Tag Archives: thank you

Turning Back… and Around

He has two good friends here, this American living in the Middle East.  Both of them are named Abdullah.

David left his home and family to work in this region for a specific timeframe: long enough to mess up his plans for life, but not long enough to master the local tongue.  Early on, he met Abdullah A, a young man who had been friends with many of our center’s staff and interns over the years.

They connected over sports, stories, and meals.  Abdullah’s fluency in English and general likability not only made his friendship with David flow sweetly, but also helped Abdullah to get a teaching role with Young Leaders, our English and mentoring program for youth who come from limited resources, a few months later.

One day, the Young Leaders volunteered to do activities at a center for youth who face harder obstacles than they do, and David accompanied them.  There he met Abdullah B: sensitive, caring, and incredibly loyal to the troubled youth with whom he works.  David met him again when he attended a wedding with Abdullah A, in a city a few hours from where all three of them live.  Abdullah B speaks very little English, but when one of the youth he is responsible for started knocking on David’s door, he stepped in and helped to resolve things.

Now Abdullah B and David, without sharing language or history or faith, share a deep friendship.

Abdullah A and David’s shared love for running led them to run a half-marathon together.  But this was not a usual race— their path led through the desert.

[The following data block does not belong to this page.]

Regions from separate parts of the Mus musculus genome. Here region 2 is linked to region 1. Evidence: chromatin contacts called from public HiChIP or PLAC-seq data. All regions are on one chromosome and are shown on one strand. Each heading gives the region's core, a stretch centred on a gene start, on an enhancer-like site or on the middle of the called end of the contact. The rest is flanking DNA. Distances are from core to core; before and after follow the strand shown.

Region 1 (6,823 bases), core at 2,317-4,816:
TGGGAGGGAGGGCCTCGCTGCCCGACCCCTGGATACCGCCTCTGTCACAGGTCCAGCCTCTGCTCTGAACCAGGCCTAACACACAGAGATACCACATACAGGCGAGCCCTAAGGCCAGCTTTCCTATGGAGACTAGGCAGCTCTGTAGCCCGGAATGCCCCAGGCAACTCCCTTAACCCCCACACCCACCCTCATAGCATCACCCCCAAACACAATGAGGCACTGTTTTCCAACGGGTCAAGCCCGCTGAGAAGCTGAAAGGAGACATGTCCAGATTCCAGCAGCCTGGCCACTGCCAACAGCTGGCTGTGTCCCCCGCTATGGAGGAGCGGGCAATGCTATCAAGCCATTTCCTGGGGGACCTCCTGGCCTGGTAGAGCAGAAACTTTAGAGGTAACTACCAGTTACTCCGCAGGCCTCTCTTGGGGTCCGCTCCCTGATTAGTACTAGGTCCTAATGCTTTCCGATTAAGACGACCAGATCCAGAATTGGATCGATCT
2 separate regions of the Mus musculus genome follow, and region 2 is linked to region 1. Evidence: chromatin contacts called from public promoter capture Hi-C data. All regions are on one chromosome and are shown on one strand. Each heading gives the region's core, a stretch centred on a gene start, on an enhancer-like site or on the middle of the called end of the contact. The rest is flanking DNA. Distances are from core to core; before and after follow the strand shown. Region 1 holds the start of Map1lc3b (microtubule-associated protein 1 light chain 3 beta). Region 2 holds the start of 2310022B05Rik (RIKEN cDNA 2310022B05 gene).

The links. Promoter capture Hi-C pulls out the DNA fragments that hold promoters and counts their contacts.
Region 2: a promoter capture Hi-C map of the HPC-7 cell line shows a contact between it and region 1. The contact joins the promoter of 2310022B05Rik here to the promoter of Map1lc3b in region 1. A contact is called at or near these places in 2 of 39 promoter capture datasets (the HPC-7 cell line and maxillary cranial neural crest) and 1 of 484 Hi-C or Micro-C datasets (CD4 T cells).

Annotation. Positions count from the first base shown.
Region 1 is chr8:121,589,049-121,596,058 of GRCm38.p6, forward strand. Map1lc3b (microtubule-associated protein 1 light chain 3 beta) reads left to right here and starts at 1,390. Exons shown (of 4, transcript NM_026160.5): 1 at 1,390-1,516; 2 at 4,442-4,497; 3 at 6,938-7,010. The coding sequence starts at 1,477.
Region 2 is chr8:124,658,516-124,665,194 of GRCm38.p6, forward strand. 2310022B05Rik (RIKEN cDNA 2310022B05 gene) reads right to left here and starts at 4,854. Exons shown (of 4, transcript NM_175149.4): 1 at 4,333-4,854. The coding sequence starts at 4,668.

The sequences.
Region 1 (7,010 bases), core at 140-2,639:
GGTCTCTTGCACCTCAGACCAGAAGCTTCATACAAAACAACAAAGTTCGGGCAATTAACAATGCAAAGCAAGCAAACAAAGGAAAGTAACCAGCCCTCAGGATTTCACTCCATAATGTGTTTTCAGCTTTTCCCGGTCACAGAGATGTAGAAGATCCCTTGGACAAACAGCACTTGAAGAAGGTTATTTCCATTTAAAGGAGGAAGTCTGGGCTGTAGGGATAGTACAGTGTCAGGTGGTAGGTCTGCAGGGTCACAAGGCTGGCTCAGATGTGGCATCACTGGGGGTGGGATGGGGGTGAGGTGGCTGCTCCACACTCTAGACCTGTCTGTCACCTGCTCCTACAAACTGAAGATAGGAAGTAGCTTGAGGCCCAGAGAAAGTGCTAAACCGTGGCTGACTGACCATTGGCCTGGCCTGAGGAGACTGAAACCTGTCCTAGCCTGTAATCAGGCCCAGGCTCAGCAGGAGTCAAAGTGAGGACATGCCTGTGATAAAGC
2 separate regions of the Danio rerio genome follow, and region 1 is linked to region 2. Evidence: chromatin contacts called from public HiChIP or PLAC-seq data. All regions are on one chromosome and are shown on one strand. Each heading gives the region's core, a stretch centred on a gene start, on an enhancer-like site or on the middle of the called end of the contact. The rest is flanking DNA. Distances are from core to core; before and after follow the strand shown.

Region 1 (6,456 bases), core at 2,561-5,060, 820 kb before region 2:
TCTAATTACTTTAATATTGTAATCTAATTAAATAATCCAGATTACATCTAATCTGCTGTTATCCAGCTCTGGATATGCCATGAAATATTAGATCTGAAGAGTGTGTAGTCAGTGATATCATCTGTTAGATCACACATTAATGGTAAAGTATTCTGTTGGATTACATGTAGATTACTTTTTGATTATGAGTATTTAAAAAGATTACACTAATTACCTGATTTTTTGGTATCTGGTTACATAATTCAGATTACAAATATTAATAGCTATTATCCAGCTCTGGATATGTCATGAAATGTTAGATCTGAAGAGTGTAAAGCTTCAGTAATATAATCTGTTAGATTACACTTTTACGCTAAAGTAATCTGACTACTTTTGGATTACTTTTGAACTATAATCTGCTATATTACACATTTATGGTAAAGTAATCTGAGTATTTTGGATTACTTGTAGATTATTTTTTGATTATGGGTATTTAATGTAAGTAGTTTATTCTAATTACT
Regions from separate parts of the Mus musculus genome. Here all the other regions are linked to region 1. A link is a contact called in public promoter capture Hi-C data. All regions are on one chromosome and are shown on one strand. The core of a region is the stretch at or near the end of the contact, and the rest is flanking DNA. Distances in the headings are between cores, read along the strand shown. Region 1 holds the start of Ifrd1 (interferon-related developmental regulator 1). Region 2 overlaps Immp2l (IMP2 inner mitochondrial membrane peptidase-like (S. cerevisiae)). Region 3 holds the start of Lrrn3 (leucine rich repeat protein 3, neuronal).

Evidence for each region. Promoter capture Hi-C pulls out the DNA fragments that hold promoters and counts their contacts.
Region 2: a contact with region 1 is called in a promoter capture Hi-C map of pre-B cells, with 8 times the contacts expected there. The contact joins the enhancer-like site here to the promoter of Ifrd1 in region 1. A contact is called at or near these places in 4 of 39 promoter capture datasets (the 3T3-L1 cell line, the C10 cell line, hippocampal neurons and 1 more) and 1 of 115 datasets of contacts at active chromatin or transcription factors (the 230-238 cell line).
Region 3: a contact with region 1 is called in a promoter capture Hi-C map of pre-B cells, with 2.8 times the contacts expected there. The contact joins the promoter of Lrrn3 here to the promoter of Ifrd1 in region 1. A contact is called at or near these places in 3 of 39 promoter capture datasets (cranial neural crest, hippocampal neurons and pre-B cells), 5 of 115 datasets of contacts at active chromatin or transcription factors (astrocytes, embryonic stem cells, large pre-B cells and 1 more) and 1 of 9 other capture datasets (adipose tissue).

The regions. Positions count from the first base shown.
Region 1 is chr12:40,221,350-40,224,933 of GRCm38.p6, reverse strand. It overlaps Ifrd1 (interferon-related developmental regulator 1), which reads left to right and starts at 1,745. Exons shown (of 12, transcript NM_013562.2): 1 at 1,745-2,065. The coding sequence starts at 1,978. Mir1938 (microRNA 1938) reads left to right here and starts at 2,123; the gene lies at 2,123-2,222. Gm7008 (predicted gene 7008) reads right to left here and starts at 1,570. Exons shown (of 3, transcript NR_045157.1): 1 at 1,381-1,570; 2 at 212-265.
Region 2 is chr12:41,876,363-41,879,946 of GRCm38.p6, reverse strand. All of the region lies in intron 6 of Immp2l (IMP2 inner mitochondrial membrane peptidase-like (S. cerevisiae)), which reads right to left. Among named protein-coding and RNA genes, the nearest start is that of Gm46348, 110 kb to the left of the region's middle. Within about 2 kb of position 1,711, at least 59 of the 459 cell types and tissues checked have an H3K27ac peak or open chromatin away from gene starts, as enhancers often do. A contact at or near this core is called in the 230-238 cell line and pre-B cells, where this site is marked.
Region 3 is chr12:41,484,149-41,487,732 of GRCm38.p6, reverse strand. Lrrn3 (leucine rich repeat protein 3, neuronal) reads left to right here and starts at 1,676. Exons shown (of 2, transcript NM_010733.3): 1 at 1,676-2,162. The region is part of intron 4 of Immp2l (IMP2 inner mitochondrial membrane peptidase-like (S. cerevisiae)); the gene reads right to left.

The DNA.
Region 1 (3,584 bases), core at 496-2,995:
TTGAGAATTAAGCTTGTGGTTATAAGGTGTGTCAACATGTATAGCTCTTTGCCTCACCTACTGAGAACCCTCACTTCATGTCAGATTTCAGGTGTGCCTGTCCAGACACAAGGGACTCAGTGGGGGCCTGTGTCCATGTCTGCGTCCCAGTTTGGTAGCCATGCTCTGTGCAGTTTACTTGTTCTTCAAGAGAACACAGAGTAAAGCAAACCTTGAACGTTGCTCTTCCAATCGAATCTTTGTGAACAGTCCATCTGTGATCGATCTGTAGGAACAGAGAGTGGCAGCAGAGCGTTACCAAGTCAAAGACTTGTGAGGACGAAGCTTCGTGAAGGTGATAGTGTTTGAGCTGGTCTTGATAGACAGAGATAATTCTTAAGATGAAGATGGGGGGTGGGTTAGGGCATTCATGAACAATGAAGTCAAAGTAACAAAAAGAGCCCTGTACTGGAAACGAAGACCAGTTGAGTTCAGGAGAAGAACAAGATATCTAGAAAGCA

During the warmest month of the summer.

At the hottest time of the day.

Without water or any refreshment beyond what they carried on their backs.

With just a few training runs under their belts, Abdullah A and David hit the sand.  They were doing well until they neared the end of the race and encountered dunes; not only were these obstacles exhausting, but they poured sand into their sneakers.  Blisters soon punished each step.

Abdullah A said he needed to walk for a bit.  David pressed on toward the finish line, alone for his last few kilometers.

And then— just at the finish line, just before earning second place— he turned around.

He returned to where Abdullah was now running again, and they finished together.  As a win-loving athlete, who knew that the drive to compete and achieve was something he shared with his friend, Abdullah was blown away.  He kept asking,

“Why?”

And no words, Arabic or English, would satisfy his desire for an answer.

A few months later, Abdullah A led 14 Young Leaders students in training for a 10K run for charity.  David was out of town on the day of the race.  I arrived at the finish line to congratulate them, and a few were done, with a few more still on the way.  I asked the students, “Where is Mr. Abdullah?”

“He got to the finish line,” they answered.  “But then he turned around to finish the race with the boys who were behind.”